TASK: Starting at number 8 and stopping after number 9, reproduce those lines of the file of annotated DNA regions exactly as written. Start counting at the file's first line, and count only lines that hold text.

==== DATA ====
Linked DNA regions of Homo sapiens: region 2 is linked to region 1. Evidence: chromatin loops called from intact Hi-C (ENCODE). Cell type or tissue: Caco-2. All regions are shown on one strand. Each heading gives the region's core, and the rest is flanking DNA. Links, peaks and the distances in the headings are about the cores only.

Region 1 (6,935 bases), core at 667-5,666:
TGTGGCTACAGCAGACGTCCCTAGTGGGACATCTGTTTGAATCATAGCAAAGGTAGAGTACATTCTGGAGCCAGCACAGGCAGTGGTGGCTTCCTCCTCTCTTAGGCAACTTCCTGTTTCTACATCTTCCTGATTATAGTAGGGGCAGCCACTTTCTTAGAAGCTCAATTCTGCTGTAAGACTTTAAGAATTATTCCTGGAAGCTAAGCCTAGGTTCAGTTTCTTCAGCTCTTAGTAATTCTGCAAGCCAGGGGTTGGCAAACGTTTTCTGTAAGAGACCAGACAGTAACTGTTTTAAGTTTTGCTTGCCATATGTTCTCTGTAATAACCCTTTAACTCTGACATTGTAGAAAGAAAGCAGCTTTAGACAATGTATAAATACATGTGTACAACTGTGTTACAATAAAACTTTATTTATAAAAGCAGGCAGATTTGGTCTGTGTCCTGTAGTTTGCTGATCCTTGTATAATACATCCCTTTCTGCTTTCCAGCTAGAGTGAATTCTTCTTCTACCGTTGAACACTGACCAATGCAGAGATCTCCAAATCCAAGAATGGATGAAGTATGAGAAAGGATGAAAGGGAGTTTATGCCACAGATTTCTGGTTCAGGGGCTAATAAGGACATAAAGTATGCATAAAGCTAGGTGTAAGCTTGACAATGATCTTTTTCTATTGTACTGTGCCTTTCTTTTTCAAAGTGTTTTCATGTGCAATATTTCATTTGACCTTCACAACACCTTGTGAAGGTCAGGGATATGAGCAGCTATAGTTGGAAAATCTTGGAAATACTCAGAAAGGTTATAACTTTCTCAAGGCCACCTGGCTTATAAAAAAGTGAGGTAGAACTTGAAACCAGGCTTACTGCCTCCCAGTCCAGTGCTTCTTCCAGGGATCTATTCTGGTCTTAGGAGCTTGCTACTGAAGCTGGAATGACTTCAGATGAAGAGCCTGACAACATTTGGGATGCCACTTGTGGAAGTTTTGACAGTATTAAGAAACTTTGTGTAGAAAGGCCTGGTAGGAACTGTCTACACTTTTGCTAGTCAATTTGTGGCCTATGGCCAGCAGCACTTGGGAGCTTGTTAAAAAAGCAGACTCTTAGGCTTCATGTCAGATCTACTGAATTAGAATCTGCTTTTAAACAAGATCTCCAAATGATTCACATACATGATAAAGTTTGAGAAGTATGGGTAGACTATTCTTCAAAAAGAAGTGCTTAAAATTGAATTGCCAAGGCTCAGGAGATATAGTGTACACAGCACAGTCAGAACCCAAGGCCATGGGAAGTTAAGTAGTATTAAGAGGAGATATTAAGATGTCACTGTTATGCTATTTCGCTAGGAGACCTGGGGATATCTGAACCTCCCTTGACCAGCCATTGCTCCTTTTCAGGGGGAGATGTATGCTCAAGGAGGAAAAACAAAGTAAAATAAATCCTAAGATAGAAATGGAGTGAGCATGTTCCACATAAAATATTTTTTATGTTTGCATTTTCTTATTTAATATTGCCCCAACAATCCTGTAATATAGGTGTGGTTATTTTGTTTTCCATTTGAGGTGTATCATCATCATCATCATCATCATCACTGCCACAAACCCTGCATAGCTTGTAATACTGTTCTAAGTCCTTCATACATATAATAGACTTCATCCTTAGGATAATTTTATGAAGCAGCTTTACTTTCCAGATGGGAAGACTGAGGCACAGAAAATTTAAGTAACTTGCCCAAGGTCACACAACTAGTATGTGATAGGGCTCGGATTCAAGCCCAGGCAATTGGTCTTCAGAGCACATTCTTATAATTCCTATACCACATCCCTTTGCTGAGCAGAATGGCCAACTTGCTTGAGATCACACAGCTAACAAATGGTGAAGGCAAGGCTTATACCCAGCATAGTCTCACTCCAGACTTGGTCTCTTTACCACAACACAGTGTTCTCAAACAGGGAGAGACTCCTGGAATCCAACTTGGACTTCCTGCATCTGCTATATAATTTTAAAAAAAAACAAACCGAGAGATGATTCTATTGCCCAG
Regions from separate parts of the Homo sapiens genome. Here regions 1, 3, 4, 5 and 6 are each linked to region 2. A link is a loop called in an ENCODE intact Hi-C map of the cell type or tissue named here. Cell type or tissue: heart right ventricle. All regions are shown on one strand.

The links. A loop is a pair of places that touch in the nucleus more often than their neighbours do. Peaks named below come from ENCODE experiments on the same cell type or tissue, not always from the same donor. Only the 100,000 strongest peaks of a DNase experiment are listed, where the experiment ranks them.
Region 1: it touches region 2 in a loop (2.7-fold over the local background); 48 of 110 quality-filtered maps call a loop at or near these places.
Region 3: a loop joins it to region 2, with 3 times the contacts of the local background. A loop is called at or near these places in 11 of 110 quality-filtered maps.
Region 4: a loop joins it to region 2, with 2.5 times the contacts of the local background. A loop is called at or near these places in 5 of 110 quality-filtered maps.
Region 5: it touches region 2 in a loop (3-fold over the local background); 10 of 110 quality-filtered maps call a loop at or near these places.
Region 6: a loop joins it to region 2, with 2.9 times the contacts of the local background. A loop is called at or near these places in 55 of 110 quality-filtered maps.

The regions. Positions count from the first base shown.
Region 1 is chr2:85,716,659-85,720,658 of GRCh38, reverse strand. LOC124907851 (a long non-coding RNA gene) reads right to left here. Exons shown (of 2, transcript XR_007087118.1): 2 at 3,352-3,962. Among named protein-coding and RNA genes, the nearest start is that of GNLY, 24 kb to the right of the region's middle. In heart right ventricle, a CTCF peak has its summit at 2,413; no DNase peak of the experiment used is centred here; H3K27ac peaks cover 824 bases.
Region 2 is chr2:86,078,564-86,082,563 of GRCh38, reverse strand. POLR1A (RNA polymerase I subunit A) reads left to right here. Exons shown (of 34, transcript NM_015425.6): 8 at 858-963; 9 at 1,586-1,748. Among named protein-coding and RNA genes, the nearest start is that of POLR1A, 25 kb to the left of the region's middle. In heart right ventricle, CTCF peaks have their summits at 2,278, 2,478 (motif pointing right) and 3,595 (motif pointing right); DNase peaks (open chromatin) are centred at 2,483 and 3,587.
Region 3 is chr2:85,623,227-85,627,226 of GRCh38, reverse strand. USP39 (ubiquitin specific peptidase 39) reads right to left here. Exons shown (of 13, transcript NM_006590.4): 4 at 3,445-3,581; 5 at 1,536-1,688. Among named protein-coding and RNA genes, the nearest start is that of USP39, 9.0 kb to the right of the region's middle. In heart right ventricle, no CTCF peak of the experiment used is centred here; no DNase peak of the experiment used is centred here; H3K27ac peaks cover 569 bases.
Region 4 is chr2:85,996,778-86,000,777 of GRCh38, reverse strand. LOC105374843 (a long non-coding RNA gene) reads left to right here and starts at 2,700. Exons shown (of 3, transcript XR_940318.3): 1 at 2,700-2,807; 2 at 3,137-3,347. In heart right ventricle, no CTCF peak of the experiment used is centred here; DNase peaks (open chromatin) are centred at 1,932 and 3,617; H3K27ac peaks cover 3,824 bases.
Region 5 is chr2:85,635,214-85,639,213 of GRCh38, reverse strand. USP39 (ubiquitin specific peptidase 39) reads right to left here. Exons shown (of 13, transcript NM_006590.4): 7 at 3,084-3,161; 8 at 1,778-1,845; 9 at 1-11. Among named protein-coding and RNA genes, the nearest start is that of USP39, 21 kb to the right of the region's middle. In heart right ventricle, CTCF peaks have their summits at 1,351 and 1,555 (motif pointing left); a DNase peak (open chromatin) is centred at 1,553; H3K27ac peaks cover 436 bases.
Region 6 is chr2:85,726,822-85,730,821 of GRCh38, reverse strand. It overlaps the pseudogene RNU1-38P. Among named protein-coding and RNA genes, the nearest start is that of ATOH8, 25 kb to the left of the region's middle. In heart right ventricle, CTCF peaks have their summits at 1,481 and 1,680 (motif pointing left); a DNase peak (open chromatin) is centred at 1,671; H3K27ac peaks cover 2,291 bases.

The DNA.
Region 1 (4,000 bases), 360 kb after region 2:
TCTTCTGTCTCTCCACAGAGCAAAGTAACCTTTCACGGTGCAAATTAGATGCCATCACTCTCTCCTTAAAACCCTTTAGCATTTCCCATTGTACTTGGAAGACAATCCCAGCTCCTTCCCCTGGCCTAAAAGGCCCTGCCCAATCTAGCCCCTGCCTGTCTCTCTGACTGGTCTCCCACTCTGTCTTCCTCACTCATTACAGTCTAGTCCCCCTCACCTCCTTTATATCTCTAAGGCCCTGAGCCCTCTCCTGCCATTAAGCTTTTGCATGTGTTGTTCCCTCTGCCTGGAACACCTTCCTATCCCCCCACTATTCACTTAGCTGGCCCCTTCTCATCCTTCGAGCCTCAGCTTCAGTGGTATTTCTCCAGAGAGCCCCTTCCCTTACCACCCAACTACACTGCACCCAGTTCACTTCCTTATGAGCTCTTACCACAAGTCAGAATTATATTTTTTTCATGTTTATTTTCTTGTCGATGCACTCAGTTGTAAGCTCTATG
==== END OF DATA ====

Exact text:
Region 4: a loop joins it to region 2, with 2.5 times the contacts of the local background. A loop is called at or near these places in 5 of 110 quality-filtered maps.
Region 5: it touches region 2 in a loop (3-fold over the local background); 10 of 110 quality-filtered maps call a loop at or near these places.